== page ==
SHERWOOD, Ark. (KTHV) - A Sherwood woman barely escaped her home Thursday morning as it was burning to the ground. The fire happened around 9:30 a.m. in the Runyan Acres neighborhood of Sherwood.

"Please don't let me die. Please don't let me die."

That's what 49-year-old Renee Harrison was saying to Lieutenant Chris Ameling as her home burned around her. Ameling was first on the scene and saved her life.

"The house shook. I knew it was an explosion of some kind, but I didn't know what it was," he said. "I opened the door, I just live around the corner, and I saw black smoke."

That smoke was visible all the way from Little Rock. Ameling said when he pulled up, the entire side of the whole house was gone due to the fire.

But, Ameling's instincts kicked in and he knew that someone had to be trapped inside.

"I came over here and hopped the fence," Ameling explained. "So, I came up to the window, was able to knock on the window, and ask her if she was alright, if she could crawl out the window. That's when she told me she was in a wheelchair."

That's when he found out that Harrison was in a wheel chair. Using some quick-thinking, he grabbed a nearby dog house to stand on. Ameling began working to get Harrison out of the house while also keeping both of them safe.

"The fire literally started coming out of everything above me. So, I was just trying to keep her breathing, so when the fire department came on, they could start throwing water on it," he recalled.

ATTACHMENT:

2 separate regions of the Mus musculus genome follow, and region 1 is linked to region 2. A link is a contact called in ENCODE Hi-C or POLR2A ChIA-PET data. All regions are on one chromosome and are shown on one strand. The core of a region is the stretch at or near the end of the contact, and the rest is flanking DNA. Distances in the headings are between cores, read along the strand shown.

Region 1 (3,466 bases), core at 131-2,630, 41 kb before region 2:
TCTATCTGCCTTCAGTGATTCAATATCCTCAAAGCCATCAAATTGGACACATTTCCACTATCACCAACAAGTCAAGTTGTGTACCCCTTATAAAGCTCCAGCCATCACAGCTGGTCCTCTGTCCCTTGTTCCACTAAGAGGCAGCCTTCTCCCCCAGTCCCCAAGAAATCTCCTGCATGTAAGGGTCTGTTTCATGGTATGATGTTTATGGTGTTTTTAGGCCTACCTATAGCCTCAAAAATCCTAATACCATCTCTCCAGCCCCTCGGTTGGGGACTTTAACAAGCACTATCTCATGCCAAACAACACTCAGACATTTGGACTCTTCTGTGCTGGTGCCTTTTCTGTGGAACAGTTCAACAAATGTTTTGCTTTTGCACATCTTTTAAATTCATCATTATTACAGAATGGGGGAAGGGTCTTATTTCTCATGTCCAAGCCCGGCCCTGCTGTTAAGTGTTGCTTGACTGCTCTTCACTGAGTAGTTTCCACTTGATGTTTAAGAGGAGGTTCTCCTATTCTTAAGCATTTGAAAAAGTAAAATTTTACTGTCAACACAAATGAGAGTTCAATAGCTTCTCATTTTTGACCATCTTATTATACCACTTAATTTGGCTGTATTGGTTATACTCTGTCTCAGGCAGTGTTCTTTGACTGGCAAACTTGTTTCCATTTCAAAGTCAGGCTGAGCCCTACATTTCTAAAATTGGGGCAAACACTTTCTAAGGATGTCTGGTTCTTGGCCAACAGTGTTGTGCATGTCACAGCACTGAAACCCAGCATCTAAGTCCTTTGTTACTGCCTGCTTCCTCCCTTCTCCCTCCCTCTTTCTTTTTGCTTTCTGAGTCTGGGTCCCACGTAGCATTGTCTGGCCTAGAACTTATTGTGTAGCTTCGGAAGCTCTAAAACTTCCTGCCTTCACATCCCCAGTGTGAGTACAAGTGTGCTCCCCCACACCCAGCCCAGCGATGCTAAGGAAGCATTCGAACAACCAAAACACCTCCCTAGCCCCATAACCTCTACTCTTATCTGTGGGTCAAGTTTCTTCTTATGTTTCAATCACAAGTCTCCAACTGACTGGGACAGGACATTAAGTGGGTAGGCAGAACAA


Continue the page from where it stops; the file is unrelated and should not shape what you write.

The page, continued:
And, the fire department got there in the nick of time. The fire was burning so hot, siding was melting and dripping from the house, narrowly missing Ameling’s skin.

Fire crews acted fast, cutting a hole in the house to get her out. The door to her room was giving way to the fire as crew worked feverishly to save Harrison.

Fire crews pumped water into the room to cool it off, so they could pull her out of the wheelchair, out of the hole where a window once was, and out to safety.

It was the epitome of teamwork and for Ameling, it was just instinct kicking in.

"What these guys did today, they're my heroes. I've been doing it for a long time. This was one time when everything we do paid off," said Assistant Chief John Dobbins, with the North Pulaski Fire Department.

At this point, they determined the fire started in the garage, but don't know what caused it. Both Harrison and Ameling were taken to the hospital to be treated for smoke inhalation. Ameling was released with a few cuts and bruises.

But after all the heroics, he's not too comfortable with all the talk of him being a hero. To him, he was just doing what was right and saving someone's life.

While first responders like Ameling may not be willing to call themselves heroes, but we here are.

We were able to save some of Renee Harrison’s photos and memories from the fire. If you have contact with her, please let her know.